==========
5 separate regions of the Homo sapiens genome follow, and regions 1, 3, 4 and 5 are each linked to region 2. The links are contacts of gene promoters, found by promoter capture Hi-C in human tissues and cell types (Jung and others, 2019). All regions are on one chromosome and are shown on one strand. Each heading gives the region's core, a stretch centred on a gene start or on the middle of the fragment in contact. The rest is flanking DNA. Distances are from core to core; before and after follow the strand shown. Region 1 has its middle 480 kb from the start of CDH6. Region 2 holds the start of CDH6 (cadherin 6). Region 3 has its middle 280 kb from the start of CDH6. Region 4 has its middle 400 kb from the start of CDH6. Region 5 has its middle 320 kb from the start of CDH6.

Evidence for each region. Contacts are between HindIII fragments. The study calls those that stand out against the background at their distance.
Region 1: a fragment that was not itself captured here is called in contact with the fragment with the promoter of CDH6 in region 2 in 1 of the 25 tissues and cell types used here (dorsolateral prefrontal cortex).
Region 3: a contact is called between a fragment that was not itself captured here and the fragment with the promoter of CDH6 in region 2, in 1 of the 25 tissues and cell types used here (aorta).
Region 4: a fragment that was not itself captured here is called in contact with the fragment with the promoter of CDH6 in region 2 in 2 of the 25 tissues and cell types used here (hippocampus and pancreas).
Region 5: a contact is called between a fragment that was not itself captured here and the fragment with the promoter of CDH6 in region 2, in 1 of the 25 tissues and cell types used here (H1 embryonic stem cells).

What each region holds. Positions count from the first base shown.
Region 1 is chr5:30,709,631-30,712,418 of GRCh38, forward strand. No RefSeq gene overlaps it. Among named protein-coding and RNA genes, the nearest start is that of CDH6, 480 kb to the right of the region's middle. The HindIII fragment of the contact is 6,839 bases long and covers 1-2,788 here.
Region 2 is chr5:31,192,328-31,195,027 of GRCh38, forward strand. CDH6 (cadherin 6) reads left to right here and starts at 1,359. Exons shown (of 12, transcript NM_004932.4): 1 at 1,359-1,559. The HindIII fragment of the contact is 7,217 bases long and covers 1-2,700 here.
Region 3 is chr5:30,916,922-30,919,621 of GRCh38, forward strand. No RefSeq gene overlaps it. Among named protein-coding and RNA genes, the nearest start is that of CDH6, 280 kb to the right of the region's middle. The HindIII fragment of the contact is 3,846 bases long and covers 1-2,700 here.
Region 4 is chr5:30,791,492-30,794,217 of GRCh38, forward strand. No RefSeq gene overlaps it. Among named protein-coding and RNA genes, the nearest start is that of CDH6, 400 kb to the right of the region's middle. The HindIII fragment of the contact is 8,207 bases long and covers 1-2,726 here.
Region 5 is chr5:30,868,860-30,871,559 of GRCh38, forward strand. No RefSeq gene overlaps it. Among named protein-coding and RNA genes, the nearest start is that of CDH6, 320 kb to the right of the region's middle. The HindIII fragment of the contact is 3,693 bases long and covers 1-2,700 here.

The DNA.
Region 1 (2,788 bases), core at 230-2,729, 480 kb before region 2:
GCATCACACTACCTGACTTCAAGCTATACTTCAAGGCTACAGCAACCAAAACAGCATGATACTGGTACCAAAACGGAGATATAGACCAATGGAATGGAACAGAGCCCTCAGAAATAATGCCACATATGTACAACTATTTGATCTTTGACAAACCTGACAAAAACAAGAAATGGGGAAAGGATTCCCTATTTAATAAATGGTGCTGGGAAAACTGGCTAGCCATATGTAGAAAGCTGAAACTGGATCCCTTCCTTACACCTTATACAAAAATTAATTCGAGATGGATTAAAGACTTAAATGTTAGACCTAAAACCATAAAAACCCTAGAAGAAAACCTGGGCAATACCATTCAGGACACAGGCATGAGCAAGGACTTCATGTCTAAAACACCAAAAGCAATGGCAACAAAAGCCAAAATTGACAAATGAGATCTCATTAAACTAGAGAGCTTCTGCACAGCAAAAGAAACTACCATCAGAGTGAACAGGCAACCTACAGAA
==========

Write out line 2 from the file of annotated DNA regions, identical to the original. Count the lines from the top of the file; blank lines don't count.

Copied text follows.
Evidence for each region. Contacts are between HindIII fragments. The study calls those that stand out against the background at their distance.